Area resident John Meadows captured this photo earlier in the spring of a pintail duck sitting on ice on the Ottawa River.

Petawawa Terrace walk coming up on Saturday

The next Pembroke and Area Field Naturalists' event is the Petawawa Terrace (old Fish Hatchery) Annual Walk that will take place Saturday, May 14, at 8 a.m. This outing is good for both children and adults. For the children, there are Canada Geese, sometimes with young fledglings. The outing is also excellent for observing many of our spring songbi

While travelling in Panama, Ken Hooles captured this photograph of a Great Kissadee.

BIRDWATCH: Adventures in Panama - part 2

In this column we continue our adventure in Panama moving from the Gamboa Region, the rainforest area, to the Panama Canal where we took a boat excursion down the canal through the Miafora Locks to Lake Gatun.

Birdwatch

BIRDWATCH: Record number of Owling Night participants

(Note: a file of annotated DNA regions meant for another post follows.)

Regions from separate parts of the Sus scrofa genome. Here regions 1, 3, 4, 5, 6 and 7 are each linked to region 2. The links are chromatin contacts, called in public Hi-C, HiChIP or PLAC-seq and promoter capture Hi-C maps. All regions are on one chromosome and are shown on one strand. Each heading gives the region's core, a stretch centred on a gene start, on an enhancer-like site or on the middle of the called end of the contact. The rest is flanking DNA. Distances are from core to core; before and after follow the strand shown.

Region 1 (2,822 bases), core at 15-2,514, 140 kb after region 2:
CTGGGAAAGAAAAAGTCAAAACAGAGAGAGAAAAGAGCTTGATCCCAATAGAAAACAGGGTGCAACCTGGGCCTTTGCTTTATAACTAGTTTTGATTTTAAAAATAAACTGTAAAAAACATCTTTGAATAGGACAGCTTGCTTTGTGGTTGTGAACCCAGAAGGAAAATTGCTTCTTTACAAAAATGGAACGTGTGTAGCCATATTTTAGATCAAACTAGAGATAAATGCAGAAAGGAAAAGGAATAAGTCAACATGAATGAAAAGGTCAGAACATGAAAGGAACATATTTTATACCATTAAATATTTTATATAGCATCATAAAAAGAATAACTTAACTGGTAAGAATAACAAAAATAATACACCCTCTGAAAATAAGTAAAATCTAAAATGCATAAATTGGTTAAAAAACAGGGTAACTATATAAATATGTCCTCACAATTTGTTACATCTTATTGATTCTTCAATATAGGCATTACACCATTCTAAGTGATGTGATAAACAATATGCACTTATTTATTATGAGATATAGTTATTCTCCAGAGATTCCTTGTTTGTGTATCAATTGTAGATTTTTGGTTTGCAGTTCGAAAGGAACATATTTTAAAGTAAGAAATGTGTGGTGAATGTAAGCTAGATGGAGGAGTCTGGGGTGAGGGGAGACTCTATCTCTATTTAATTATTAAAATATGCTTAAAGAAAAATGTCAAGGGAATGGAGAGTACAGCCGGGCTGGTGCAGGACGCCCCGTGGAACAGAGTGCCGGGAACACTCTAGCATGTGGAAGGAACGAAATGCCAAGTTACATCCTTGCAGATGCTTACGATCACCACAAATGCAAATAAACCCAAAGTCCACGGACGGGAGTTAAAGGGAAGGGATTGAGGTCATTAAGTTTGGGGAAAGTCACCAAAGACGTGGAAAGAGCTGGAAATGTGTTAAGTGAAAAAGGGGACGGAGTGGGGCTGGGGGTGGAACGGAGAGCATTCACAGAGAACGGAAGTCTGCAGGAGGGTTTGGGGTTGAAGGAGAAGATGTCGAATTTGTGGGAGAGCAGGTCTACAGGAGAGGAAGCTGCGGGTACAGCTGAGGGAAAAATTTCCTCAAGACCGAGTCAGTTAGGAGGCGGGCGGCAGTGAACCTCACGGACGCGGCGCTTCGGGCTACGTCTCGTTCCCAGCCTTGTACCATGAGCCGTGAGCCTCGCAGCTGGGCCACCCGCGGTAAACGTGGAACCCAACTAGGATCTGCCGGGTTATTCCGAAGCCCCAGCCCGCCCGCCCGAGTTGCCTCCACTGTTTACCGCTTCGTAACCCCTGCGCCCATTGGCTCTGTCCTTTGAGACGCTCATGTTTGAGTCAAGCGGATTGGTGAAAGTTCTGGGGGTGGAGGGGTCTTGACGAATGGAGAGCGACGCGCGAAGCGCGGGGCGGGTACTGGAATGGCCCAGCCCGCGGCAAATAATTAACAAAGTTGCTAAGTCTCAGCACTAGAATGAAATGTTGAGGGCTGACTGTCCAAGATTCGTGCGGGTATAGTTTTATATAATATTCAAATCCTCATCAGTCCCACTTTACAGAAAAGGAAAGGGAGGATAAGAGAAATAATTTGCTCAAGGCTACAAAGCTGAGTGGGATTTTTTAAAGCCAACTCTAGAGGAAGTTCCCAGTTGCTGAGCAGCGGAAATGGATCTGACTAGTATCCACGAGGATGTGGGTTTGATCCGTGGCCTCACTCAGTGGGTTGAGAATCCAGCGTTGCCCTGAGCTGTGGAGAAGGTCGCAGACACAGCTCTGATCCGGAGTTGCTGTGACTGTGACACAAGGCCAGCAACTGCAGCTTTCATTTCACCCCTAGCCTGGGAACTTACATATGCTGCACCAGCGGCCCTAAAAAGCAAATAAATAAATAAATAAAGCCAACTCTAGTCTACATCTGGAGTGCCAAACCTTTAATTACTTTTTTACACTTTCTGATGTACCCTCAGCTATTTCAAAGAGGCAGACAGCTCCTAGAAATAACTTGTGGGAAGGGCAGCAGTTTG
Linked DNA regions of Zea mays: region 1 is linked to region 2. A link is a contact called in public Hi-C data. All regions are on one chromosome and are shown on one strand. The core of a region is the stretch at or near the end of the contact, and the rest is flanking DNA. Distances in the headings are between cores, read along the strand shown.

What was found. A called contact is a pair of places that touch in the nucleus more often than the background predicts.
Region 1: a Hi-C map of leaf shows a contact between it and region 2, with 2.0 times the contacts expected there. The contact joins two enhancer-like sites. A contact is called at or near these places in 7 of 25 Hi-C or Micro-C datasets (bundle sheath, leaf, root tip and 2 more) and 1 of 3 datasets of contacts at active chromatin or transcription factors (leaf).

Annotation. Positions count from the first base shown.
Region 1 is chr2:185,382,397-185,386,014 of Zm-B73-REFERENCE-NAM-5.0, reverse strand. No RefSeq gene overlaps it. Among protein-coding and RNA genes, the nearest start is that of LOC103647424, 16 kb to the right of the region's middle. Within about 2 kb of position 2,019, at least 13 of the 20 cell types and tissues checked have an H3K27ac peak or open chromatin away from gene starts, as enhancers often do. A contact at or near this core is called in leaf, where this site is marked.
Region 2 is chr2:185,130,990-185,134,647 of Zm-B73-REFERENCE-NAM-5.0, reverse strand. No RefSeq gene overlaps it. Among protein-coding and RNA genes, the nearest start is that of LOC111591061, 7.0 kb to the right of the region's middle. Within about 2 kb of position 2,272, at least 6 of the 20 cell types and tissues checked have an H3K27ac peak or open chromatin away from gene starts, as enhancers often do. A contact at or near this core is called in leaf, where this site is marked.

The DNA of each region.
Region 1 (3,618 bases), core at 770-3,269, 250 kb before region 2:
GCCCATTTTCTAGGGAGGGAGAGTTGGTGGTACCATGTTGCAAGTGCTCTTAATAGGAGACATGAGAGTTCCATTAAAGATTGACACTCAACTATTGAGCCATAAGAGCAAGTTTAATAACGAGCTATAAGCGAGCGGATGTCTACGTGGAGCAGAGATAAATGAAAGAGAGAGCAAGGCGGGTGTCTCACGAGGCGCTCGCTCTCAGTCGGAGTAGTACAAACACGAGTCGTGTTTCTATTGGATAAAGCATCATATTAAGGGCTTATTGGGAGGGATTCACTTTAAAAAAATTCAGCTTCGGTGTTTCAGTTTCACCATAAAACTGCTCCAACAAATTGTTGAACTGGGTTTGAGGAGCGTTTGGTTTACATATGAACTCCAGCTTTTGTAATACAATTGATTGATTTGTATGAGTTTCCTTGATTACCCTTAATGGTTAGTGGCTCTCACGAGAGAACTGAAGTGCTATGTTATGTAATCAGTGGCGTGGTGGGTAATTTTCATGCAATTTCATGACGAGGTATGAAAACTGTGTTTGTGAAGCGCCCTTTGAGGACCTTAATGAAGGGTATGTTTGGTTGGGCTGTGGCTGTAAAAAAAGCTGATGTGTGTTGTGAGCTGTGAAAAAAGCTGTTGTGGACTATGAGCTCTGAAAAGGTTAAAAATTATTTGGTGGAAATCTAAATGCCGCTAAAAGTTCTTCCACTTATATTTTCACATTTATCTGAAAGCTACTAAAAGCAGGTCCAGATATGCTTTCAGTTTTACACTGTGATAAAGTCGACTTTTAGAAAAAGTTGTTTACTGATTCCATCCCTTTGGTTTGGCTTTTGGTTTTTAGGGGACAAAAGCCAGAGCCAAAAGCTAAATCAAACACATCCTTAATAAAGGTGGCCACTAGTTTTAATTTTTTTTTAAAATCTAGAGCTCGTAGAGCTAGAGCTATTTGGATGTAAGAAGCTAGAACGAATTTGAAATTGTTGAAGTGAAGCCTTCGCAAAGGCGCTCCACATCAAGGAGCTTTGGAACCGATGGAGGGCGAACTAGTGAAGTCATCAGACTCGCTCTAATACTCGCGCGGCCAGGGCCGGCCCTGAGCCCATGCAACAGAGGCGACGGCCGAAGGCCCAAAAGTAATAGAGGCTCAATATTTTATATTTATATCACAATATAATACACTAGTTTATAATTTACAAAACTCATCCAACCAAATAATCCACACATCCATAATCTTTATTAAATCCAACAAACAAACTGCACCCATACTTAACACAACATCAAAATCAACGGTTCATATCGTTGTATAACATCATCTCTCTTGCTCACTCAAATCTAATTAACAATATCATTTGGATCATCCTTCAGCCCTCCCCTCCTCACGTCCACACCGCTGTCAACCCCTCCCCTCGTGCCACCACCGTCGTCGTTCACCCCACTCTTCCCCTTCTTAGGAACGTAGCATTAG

The second Pembroke Area Field Naturalists' Owling Night Excursion held on Saturday, March 25, was very successful. Although somewhat marred by cold winds and temperatures, a record number of 40 people participated in the event.

Snowy Owl in flight over a snow-covered field.

BIRDWATCH: Snowy Owl spotted on first part of the Owl Prowl

One of the Pembroke Area Field Naturalists' more popular excursions is the annual Owl Prowl. This year, the club decided to host two distinct Owl Prowls: one to search for Snowy Owls, hawks, and Great Horned Owls in the Snake River and Eganville areas, and the other to locate Barred and Saw Whet Owls in the Shaw Woods area.